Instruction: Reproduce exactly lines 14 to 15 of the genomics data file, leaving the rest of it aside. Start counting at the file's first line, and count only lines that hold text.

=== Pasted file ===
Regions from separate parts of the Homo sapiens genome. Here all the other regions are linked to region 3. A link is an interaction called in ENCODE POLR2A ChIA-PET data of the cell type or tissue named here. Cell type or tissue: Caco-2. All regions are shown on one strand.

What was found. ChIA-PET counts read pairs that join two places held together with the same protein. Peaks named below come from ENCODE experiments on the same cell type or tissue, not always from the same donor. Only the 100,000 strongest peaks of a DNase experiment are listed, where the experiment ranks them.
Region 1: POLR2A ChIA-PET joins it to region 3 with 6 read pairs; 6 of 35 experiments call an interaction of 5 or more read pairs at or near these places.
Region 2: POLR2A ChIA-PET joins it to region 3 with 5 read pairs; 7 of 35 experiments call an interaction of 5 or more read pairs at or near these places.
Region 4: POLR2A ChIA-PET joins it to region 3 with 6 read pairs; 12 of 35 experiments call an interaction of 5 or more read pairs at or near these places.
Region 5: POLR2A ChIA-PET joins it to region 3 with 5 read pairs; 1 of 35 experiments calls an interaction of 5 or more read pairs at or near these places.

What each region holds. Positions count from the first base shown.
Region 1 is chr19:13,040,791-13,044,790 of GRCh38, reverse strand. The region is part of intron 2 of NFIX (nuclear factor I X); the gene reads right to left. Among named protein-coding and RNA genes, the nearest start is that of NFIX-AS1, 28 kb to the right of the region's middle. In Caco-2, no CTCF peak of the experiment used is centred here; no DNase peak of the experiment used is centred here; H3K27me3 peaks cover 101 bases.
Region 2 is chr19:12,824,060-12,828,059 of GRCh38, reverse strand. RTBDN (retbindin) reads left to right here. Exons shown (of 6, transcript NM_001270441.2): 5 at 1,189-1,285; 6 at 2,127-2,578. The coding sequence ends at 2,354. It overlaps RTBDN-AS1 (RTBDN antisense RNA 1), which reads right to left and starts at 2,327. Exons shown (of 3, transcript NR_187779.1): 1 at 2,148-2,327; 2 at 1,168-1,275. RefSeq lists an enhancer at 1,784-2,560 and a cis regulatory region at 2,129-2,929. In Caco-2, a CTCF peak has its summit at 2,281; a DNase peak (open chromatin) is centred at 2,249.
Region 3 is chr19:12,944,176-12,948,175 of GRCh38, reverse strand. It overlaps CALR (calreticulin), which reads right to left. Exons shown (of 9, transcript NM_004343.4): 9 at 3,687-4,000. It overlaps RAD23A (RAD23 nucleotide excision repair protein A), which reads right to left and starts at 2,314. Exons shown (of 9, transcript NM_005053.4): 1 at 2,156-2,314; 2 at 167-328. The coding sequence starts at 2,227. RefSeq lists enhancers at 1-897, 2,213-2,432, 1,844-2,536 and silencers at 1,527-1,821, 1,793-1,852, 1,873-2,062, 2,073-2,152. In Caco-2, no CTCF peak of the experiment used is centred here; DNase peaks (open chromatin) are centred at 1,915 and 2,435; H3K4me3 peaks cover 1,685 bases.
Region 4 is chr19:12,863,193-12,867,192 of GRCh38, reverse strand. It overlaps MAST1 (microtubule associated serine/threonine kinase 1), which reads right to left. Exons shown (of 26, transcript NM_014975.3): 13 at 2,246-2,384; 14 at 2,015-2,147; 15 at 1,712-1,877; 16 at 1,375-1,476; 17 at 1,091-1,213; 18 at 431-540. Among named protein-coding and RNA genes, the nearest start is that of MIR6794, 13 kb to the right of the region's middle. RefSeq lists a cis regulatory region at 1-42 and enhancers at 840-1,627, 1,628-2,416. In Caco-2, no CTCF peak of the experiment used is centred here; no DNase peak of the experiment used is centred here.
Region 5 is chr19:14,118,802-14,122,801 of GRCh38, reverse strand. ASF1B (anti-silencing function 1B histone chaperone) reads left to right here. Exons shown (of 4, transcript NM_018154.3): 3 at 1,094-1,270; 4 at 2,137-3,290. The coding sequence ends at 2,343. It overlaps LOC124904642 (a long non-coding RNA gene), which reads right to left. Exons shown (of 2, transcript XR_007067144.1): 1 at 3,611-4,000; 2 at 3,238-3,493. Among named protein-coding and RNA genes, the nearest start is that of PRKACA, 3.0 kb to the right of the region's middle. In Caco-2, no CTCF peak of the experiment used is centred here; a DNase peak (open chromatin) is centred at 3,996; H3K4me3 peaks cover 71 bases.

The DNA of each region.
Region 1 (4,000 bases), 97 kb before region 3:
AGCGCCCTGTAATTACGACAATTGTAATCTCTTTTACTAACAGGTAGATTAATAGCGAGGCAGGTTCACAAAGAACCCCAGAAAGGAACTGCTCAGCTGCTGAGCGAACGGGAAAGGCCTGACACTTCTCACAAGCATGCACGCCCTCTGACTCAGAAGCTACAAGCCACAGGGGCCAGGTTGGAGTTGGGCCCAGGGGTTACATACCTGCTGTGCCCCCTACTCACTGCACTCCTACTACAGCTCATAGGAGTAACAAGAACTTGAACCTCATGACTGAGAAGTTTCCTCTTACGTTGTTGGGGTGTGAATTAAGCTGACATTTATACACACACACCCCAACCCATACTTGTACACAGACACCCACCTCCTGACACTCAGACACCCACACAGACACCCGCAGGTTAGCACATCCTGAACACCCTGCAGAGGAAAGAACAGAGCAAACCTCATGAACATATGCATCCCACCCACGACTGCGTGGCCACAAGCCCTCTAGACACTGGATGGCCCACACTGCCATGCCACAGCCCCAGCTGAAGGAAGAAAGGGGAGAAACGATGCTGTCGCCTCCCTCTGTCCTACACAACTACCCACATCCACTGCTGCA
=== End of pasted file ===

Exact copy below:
Region 1 (4,000 bases), 97 kb before region 3:
AGCGCCCTGTAATTACGACAATTGTAATCTCTTTTACTAACAGGTAGATTAATAGCGAGGCAGGTTCACAAAGAACCCCAGAAAGGAACTGCTCAGCTGCTGAGCGAACGGGAAAGGCCTGACACTTCTCACAAGCATGCACGCCCTCTGACTCAGAAGCTACAAGCCACAGGGGCCAGGTTGGAGTTGGGCCCAGGGGTTACATACCTGCTGTGCCCCCTACTCACTGCACTCCTACTACAGCTCATAGGAGTAACAAGAACTTGAACCTCATGACTGAGAAGTTTCCTCTTACGTTGTTGGGGTGTGAATTAAGCTGACATTTATACACACACACCCCAACCCATACTTGTACACAGACACCCACCTCCTGACACTCAGACACCCACACAGACACCCGCAGGTTAGCACATCCTGAACACCCTGCAGAGGAAAGAACAGAGCAAACCTCATGAACATATGCATCCCACCCACGACTGCGTGGCCACAAGCCCTCTAGACACTGGATGGCCCACACTGCCATGCCACAGCCCCAGCTGAAGGAAGAAAGGGGAGAAACGATGCTGTCGCCTCCCTCTGTCCTACACAACTACCCACATCCACTGCTGCA